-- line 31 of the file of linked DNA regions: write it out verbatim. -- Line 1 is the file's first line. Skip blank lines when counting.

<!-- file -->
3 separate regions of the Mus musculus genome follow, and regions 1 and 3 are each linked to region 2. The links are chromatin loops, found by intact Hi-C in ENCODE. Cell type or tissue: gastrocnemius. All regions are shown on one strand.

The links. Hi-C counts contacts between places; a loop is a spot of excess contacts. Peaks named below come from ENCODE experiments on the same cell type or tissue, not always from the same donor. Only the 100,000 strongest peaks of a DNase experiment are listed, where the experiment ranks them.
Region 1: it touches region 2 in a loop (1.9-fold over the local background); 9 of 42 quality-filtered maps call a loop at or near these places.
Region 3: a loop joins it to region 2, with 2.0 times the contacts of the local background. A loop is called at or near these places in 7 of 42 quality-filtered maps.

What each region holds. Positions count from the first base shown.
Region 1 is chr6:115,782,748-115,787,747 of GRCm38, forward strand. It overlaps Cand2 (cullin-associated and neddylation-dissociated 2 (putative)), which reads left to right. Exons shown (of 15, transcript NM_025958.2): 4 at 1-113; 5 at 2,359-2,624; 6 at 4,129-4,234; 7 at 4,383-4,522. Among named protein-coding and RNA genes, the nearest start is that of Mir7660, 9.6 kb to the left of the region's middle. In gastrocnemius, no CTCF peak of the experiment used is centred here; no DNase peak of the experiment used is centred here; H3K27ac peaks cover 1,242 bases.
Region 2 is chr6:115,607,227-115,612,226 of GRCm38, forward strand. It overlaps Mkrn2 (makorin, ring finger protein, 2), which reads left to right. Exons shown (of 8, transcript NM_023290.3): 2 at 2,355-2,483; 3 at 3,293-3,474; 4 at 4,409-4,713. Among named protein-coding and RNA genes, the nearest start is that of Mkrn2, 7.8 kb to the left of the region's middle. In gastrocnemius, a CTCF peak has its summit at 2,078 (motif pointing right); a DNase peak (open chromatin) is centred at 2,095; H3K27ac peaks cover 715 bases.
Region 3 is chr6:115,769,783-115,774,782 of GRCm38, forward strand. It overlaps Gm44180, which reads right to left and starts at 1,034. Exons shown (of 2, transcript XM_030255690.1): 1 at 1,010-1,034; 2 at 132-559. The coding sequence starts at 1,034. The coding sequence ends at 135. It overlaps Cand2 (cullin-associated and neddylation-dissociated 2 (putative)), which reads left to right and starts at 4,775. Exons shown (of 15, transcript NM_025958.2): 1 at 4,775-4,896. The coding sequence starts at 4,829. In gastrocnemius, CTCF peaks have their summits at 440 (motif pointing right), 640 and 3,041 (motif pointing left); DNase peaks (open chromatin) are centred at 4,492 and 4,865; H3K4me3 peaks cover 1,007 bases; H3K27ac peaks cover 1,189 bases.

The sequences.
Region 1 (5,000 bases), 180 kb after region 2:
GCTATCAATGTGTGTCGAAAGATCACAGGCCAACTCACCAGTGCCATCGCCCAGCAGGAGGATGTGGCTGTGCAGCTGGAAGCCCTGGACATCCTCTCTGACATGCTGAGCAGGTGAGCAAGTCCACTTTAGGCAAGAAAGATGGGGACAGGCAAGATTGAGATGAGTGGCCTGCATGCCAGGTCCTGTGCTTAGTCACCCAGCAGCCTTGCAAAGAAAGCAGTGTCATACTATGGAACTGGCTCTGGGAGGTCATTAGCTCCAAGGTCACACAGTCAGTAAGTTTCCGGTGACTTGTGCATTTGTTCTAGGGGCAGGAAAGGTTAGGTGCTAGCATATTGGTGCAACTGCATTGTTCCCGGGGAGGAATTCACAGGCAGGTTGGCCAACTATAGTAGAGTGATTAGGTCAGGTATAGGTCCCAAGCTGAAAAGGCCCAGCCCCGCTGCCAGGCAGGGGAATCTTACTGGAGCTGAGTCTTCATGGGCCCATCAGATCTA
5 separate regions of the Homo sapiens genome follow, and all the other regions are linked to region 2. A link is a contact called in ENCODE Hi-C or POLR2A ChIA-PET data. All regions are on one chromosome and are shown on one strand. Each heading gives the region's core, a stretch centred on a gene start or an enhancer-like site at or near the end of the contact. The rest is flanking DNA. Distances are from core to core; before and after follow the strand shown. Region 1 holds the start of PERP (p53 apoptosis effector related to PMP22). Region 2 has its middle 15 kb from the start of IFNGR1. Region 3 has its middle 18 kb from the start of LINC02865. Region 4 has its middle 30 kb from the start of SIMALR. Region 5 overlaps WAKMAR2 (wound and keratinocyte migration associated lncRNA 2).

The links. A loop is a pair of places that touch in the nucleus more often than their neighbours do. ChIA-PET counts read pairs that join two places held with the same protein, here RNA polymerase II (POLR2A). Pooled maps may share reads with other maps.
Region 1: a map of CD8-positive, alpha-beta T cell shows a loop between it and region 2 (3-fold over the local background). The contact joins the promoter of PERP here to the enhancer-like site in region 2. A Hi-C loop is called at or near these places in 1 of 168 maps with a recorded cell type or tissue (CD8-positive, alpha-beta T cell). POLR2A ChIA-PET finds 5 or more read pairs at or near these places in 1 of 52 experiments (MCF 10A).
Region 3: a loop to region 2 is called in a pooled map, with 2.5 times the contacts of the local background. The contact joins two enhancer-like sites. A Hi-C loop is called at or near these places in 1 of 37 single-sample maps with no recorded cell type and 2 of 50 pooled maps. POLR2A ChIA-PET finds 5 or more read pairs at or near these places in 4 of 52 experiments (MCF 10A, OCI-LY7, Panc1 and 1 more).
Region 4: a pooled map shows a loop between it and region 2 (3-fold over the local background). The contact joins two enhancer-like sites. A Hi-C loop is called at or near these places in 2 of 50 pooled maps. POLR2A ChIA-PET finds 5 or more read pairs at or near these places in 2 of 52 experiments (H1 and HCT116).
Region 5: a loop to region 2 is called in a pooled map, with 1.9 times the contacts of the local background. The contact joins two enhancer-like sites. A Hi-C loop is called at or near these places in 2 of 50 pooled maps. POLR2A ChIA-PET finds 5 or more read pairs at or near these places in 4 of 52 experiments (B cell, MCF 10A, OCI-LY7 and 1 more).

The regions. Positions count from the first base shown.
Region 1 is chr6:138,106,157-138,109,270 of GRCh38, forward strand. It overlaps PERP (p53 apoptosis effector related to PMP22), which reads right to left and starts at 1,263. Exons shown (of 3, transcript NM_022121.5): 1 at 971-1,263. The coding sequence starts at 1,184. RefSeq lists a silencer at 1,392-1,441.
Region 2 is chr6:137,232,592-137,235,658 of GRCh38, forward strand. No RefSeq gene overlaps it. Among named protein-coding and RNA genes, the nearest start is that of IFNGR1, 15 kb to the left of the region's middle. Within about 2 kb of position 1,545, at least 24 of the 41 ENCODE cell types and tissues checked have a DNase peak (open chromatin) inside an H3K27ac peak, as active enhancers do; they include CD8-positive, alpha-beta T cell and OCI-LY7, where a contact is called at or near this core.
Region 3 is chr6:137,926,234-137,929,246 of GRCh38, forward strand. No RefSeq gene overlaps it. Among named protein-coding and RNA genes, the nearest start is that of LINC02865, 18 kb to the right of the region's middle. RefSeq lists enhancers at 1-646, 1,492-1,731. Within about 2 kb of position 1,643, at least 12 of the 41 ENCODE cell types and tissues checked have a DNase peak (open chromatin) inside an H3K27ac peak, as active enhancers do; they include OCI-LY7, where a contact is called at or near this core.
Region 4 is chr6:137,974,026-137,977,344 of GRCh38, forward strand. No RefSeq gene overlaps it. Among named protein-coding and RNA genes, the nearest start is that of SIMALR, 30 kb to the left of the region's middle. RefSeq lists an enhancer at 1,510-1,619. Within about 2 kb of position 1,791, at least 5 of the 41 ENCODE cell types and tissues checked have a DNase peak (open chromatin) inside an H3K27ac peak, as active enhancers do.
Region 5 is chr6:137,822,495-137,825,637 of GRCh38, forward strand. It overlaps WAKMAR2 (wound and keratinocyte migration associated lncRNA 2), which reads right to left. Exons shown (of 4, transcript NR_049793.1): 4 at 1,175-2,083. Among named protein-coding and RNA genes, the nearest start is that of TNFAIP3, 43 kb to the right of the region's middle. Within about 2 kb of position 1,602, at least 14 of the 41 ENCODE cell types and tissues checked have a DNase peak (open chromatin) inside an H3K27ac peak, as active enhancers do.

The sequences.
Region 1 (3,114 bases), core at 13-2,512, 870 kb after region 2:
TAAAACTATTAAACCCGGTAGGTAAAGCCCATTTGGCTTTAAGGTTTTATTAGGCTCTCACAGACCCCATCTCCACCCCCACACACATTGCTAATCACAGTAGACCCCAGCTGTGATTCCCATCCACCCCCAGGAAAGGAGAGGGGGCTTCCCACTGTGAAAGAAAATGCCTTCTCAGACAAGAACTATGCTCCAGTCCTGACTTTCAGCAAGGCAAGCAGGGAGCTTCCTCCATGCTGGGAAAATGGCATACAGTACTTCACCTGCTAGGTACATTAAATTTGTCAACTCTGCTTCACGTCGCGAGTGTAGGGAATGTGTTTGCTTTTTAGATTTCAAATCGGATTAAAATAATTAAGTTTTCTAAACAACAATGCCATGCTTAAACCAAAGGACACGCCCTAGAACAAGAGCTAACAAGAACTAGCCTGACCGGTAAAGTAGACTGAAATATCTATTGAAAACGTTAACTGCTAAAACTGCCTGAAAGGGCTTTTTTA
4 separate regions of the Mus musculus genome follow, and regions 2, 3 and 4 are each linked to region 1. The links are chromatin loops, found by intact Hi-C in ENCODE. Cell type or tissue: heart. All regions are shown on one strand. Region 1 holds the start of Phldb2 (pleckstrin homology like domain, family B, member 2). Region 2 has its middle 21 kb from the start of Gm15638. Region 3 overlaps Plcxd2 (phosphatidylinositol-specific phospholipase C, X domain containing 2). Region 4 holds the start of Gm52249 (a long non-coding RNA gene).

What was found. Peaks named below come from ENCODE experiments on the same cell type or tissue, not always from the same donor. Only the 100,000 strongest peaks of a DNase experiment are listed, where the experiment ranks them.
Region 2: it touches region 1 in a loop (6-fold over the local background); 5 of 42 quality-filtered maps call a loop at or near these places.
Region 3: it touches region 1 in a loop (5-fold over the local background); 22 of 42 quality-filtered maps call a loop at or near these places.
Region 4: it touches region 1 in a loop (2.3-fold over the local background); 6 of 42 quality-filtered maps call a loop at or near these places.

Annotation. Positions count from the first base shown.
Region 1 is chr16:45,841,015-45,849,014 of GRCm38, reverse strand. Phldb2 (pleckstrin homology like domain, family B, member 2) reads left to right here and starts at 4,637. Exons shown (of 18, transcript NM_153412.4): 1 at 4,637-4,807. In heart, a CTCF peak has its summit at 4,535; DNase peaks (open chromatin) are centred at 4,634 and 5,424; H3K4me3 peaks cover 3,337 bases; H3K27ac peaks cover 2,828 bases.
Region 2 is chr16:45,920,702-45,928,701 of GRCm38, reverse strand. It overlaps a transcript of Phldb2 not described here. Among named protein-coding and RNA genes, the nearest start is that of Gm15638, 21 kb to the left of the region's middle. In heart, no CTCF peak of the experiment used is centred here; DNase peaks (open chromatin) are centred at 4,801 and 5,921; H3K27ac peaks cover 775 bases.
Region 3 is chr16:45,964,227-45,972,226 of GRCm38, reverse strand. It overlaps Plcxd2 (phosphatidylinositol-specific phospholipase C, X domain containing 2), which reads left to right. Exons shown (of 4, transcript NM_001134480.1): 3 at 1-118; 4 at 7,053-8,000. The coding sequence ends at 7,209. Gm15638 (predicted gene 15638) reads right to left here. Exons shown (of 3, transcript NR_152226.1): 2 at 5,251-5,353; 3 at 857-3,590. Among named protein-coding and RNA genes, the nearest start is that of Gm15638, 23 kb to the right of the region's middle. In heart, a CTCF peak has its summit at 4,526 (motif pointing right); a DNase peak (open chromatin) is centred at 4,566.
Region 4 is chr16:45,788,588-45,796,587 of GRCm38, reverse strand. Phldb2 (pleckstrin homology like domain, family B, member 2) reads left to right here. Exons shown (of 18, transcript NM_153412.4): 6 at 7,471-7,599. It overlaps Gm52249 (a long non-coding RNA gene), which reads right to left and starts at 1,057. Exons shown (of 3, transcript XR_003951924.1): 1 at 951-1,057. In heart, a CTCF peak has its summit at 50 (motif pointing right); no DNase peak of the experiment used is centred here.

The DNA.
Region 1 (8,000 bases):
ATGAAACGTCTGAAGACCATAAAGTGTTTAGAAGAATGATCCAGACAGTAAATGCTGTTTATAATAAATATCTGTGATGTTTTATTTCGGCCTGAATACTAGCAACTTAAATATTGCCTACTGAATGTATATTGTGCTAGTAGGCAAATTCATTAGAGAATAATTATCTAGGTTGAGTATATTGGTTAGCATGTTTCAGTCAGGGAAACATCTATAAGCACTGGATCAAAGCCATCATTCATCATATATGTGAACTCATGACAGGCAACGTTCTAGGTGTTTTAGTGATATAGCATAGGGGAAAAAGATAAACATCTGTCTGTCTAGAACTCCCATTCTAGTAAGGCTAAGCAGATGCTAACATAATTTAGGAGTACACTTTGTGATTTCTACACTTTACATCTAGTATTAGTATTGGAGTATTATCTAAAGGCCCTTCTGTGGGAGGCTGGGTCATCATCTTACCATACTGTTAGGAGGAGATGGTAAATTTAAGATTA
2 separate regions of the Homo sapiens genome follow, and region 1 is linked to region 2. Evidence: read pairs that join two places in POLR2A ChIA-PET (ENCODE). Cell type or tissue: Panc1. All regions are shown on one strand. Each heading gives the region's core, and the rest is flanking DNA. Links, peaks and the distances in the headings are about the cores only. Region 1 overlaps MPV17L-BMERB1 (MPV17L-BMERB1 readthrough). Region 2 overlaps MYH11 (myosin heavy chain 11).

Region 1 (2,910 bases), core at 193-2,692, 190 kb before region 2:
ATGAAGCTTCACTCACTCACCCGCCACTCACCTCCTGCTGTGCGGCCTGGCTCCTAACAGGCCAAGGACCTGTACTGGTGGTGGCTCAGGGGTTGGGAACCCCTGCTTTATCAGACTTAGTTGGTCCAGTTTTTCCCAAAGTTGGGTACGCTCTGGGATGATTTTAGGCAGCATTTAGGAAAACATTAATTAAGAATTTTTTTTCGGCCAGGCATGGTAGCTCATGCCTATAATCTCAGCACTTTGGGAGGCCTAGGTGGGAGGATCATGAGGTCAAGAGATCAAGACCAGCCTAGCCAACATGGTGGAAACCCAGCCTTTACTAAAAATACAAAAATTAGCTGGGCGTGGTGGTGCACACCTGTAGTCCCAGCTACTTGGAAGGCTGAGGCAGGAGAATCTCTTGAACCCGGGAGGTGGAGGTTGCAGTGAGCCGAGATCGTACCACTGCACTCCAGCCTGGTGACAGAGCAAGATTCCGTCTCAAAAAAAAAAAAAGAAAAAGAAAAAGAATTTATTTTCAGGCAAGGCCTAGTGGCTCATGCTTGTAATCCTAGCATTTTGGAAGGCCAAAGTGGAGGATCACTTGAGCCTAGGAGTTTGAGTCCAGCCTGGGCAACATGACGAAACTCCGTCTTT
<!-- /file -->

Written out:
Region 4: it touches region 1 in a loop (2.3-fold over the local background); 6 of 42 quality-filtered maps call a loop at or near these places.